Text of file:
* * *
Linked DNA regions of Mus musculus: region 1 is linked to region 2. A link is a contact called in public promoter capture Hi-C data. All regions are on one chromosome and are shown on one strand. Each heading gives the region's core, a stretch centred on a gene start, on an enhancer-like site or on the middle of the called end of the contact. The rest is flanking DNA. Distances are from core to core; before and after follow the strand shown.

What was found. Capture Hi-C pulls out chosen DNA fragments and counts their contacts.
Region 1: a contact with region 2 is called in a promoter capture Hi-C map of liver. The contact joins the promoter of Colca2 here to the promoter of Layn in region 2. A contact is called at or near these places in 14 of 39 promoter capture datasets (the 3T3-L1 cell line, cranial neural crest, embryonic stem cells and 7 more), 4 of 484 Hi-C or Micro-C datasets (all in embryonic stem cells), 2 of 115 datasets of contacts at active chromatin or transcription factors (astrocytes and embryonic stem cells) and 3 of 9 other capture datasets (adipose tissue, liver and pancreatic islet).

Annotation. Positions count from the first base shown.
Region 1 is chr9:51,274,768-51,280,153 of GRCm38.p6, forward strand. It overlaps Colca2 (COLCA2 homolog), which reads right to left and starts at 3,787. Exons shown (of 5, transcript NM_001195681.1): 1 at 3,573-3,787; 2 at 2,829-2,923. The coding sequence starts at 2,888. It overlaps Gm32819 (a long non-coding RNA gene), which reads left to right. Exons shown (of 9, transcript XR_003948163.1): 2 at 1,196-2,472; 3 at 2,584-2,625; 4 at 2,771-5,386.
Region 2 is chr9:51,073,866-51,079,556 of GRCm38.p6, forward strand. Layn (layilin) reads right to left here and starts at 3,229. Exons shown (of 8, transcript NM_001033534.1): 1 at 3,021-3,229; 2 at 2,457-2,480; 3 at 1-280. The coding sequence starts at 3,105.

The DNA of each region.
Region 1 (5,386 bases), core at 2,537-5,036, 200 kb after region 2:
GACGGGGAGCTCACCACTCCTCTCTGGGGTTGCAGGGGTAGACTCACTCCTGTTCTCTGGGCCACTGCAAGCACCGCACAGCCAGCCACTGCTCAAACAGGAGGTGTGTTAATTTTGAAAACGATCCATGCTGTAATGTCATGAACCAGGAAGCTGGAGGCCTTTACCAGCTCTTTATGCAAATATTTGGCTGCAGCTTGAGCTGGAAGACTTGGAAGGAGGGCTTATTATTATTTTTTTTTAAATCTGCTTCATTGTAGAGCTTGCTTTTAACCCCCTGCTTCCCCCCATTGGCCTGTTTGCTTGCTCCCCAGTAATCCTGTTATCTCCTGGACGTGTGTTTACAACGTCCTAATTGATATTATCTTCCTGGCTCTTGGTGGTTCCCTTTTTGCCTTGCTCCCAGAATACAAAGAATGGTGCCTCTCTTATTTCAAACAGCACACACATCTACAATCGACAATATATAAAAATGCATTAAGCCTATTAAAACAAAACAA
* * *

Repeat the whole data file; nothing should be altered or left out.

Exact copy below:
Linked DNA regions of Mus musculus: region 1 is linked to region 2. A link is a contact called in public promoter capture Hi-C data. All regions are on one chromosome and are shown on one strand. Each heading gives the region's core, a stretch centred on a gene start, on an enhancer-like site or on the middle of the called end of the contact. The rest is flanking DNA. Distances are from core to core; before and after follow the strand shown.

What was found. Capture Hi-C pulls out chosen DNA fragments and counts their contacts.
Region 1: a contact with region 2 is called in a promoter capture Hi-C map of liver. The contact joins the promoter of Colca2 here to the promoter of Layn in region 2. A contact is called at or near these places in 14 of 39 promoter capture datasets (the 3T3-L1 cell line, cranial neural crest, embryonic stem cells and 7 more), 4 of 484 Hi-C or Micro-C datasets (all in embryonic stem cells), 2 of 115 datasets of contacts at active chromatin or transcription factors (astrocytes and embryonic stem cells) and 3 of 9 other capture datasets (adipose tissue, liver and pancreatic islet).

Annotation. Positions count from the first base shown.
Region 1 is chr9:51,274,768-51,280,153 of GRCm38.p6, forward strand. It overlaps Colca2 (COLCA2 homolog), which reads right to left and starts at 3,787. Exons shown (of 5, transcript NM_001195681.1): 1 at 3,573-3,787; 2 at 2,829-2,923. The coding sequence starts at 2,888. It overlaps Gm32819 (a long non-coding RNA gene), which reads left to right. Exons shown (of 9, transcript XR_003948163.1): 2 at 1,196-2,472; 3 at 2,584-2,625; 4 at 2,771-5,386.
Region 2 is chr9:51,073,866-51,079,556 of GRCm38.p6, forward strand. Layn (layilin) reads right to left here and starts at 3,229. Exons shown (of 8, transcript NM_001033534.1): 1 at 3,021-3,229; 2 at 2,457-2,480; 3 at 1-280. The coding sequence starts at 3,105.

The DNA of each region.
Region 1 (5,386 bases), core at 2,537-5,036, 200 kb after region 2:
GACGGGGAGCTCACCACTCCTCTCTGGGGTTGCAGGGGTAGACTCACTCCTGTTCTCTGGGCCACTGCAAGCACCGCACAGCCAGCCACTGCTCAAACAGGAGGTGTGTTAATTTTGAAAACGATCCATGCTGTAATGTCATGAACCAGGAAGCTGGAGGCCTTTACCAGCTCTTTATGCAAATATTTGGCTGCAGCTTGAGCTGGAAGACTTGGAAGGAGGGCTTATTATTATTTTTTTTTAAATCTGCTTCATTGTAGAGCTTGCTTTTAACCCCCTGCTTCCCCCCATTGGCCTGTTTGCTTGCTCCCCAGTAATCCTGTTATCTCCTGGACGTGTGTTTACAACGTCCTAATTGATATTATCTTCCTGGCTCTTGGTGGTTCCCTTTTTGCCTTGCTCCCAGAATACAAAGAATGGTGCCTCTCTTATTTCAAACAGCACACACATCTACAATCGACAATATATAAAAATGCATTAAGCCTATTAAAACAAAACAA